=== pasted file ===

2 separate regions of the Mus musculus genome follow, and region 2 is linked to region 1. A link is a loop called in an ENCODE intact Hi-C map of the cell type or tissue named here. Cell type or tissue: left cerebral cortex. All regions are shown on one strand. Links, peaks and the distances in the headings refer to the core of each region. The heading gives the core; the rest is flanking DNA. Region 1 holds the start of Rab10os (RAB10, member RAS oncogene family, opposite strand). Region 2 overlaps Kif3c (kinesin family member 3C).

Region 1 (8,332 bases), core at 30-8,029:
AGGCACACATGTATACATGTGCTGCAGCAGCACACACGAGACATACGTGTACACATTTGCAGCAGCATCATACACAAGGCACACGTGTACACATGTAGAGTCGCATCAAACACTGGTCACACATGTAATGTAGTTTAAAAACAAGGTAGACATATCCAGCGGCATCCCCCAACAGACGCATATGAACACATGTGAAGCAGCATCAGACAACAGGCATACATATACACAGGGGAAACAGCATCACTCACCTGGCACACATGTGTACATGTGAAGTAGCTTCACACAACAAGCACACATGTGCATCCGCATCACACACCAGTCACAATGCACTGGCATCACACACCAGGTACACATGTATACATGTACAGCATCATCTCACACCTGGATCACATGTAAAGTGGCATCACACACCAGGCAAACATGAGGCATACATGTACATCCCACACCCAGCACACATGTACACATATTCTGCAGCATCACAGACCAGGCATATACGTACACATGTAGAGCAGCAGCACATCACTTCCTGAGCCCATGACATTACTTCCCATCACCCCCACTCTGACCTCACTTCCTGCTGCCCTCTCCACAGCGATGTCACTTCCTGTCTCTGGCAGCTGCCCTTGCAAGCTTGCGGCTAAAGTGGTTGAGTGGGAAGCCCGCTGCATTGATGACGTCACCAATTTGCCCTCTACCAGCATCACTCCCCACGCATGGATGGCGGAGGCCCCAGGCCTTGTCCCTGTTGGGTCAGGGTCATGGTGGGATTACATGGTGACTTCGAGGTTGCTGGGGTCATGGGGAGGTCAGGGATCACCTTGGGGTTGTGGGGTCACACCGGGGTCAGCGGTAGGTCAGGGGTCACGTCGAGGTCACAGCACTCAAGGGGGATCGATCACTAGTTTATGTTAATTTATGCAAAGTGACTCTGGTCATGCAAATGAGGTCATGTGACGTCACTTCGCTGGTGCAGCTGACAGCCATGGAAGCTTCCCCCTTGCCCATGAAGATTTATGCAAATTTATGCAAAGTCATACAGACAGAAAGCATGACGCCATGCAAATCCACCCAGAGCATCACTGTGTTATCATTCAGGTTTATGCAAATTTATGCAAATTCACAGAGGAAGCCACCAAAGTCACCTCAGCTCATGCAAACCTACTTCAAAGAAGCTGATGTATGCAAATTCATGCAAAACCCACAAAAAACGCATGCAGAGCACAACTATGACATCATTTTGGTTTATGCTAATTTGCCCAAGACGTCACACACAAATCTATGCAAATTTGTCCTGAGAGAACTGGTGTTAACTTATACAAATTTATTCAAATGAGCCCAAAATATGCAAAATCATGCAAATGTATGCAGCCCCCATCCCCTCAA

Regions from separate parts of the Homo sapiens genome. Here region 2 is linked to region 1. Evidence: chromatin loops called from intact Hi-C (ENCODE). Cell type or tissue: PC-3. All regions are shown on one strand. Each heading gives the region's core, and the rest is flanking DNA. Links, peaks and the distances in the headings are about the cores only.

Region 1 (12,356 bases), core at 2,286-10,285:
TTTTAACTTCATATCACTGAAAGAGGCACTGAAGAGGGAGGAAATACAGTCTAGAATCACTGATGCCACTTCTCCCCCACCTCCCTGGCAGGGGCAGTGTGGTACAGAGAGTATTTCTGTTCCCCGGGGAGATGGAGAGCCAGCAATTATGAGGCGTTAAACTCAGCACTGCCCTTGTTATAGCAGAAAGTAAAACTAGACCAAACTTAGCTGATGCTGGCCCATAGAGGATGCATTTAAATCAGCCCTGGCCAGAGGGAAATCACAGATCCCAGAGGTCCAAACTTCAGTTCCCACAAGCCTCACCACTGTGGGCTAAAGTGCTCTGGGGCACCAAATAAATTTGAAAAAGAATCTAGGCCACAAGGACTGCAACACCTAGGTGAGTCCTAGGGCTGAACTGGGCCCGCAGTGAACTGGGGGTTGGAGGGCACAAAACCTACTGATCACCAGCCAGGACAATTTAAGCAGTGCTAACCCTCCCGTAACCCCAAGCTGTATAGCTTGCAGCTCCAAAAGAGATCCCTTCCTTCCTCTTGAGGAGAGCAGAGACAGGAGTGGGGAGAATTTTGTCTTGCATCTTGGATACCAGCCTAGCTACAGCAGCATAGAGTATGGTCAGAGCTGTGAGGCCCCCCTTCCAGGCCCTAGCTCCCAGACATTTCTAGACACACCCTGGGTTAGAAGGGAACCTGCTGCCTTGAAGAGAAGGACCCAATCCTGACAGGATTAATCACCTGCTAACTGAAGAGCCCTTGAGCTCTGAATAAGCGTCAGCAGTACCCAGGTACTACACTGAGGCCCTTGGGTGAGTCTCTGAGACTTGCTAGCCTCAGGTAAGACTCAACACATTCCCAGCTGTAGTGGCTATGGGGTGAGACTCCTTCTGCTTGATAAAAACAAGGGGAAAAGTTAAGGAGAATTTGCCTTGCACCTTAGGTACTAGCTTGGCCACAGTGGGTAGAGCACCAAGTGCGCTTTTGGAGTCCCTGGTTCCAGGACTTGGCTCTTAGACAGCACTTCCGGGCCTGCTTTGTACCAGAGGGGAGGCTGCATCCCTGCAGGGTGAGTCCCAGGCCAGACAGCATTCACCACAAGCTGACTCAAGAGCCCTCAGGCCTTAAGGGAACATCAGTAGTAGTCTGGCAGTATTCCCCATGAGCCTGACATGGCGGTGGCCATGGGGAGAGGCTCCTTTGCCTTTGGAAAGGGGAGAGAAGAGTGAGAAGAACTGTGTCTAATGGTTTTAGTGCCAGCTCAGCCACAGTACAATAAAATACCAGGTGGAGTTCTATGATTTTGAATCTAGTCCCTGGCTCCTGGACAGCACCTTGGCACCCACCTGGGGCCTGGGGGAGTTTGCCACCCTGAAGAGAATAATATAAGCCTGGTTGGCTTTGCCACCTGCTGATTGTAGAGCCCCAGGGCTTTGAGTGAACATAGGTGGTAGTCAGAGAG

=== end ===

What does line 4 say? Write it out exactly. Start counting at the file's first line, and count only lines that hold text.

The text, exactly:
Regions from separate parts of the Homo sapiens genome. Here region 2 is linked to region 1. Evidence: chromatin loops called from intact Hi-C (ENCODE). Cell type or tissue: PC-3. All regions are shown on one strand. Each heading gives the region's core, and the rest is flanking DNA. Links, peaks and the distances in the headings are about the cores only.